- Other pets: If your cat has not been socialized properly with other social animals, this can bring up negative emotions that could eventually lead to frustration and anger. However, even a well-socialized cat will not always get along with other pets in the home.
- Environmental stressors: Loud noises, bright lights, unfamiliar smells, and changes in their environment could cause a cat to appear angry. Cats do not handle change well, and it is normal for them to become stressed or angered over things in their environment they are not happy with.
- Pain: If your cat is in pain whether it is from an underlying health condition or a recent injury, they might react in a way that seems “angry”, when they are actually in pain.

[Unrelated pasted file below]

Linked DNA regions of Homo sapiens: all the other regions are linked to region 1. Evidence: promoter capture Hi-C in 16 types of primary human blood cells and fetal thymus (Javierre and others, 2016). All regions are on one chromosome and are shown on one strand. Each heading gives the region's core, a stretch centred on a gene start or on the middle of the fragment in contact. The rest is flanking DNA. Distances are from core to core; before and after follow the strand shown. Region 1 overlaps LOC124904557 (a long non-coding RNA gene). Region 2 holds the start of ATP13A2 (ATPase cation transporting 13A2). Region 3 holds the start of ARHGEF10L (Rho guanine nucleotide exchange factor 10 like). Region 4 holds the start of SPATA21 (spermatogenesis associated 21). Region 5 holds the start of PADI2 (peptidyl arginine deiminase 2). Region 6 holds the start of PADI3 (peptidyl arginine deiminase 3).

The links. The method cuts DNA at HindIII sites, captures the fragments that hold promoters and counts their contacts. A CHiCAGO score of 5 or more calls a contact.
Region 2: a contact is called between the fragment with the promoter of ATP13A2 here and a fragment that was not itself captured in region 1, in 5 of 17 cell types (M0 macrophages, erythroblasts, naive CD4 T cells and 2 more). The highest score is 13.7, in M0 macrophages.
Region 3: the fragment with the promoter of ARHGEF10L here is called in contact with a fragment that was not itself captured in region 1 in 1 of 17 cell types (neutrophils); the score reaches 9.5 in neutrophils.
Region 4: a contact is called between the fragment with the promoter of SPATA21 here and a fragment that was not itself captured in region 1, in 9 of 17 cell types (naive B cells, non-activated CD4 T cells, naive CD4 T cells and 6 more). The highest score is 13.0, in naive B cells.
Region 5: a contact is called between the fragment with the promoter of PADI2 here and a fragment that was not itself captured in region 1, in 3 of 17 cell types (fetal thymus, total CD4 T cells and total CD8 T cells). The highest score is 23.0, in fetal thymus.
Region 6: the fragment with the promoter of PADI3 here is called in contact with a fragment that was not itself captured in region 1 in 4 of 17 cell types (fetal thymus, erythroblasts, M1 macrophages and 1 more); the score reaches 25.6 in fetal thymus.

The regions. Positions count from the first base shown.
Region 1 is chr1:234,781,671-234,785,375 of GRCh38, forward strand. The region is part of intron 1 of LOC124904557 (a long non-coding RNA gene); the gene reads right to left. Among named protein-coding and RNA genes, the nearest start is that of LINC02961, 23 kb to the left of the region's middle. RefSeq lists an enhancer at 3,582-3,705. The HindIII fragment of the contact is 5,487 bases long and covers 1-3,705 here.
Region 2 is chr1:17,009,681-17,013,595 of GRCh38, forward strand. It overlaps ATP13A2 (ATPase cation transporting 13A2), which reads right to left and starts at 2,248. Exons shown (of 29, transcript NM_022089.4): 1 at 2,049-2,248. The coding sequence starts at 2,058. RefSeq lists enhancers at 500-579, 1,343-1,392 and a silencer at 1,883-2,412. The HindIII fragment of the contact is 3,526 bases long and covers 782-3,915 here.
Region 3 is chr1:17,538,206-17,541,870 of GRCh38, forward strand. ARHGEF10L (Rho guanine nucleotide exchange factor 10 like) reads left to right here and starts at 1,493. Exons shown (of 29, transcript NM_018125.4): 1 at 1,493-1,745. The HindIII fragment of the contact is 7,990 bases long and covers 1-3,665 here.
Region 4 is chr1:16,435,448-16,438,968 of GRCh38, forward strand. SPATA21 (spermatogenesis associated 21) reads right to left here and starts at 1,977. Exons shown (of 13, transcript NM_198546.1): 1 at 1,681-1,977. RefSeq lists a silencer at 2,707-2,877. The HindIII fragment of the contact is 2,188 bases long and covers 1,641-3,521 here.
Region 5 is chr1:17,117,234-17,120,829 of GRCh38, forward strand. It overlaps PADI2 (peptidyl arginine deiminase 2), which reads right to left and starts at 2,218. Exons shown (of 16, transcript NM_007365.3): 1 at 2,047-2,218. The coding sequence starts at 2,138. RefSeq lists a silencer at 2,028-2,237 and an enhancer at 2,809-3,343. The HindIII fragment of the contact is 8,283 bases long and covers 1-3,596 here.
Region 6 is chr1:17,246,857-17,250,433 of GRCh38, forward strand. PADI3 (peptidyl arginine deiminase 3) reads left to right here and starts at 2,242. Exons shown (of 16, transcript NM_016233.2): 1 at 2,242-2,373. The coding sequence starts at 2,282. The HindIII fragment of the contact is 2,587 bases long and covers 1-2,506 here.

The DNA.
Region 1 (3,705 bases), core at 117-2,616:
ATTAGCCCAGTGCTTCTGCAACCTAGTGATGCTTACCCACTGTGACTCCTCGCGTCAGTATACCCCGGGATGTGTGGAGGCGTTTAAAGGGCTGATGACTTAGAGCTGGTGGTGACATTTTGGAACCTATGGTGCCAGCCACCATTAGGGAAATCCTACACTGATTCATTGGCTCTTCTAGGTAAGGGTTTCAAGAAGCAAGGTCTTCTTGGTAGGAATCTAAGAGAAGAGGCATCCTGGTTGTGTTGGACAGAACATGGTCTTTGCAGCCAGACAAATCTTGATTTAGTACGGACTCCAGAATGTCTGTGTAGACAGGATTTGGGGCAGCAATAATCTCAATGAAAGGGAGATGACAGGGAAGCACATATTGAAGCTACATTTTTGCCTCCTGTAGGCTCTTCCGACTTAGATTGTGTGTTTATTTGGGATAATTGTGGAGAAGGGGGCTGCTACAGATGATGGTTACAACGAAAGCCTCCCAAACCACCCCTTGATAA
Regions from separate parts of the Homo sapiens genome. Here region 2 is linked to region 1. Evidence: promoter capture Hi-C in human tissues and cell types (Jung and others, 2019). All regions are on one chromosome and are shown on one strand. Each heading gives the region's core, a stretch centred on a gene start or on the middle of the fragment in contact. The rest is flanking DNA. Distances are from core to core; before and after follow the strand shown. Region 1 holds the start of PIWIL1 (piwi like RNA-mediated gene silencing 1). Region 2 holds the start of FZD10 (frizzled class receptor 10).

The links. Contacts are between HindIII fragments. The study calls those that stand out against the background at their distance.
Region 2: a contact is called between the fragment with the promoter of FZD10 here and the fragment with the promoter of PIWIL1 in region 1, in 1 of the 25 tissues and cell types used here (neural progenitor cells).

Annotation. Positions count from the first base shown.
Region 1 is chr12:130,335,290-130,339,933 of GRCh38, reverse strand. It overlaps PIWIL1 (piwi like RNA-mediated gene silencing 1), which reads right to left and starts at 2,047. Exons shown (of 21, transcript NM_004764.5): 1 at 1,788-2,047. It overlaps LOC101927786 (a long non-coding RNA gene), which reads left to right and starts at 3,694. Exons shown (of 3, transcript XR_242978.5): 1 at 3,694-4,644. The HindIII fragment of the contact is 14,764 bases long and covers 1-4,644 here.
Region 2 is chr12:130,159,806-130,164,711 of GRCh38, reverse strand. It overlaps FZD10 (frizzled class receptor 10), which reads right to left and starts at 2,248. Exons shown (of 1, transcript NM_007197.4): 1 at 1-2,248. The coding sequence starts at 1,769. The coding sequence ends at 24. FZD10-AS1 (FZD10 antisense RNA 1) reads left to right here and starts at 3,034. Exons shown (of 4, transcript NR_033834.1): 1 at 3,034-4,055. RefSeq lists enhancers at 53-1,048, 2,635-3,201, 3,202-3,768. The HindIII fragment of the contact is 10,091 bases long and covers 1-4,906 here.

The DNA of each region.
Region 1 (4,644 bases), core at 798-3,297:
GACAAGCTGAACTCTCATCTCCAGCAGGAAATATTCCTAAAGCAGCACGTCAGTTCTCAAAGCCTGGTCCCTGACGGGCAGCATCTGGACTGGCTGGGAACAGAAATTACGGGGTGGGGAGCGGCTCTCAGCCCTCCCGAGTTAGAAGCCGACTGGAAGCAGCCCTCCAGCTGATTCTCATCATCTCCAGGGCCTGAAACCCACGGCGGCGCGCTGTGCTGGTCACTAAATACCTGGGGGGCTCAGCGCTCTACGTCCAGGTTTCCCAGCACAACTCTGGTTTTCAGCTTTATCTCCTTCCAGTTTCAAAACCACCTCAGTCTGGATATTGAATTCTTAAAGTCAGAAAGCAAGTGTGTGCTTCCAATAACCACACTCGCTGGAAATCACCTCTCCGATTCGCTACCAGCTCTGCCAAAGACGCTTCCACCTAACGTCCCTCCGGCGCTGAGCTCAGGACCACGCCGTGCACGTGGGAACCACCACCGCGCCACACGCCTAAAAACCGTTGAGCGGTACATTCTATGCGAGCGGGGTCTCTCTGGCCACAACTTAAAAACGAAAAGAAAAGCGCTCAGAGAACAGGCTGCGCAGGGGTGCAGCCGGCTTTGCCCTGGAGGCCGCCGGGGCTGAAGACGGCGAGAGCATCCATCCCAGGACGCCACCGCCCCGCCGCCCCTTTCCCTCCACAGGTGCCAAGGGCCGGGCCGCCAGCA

- Hormones: Sometimes a cat’s fluctuating hormones could be responsible for their angry or aggressive behaviors.
- Redirected aggression: Some cats do not always know how to deal with overwhelming emotions well. They might become aggravated over stimuli in their environment that they cannot directly interact with, so they might redirect their emotions toward something else.
- Traumatic experiences: If your cat has trauma, reexperiencing the events that led to their trauma could make them angry, anxious, and stressed. This could be from specific smells, sounds, people, or animals.
It is not healthy for cats to experience heightened emotions like anger, nor is it easy to deal with an angry cat. It is best to approach the situation calmly and give your cat a safe area to cool off themselves.
If you have identified the stressor that caused them to become angry in the first place, it should be removed from the same area as your cat. Always respect an angry cat’s boundaries and monitor their body language so that you know whether it is okay to handle them or not. A tasty treat or interactive toy is usually enough to distract an angry cat that has been given the necessary space to cool off.
Featured Image Credit: AnnaKraynova, Shutterstock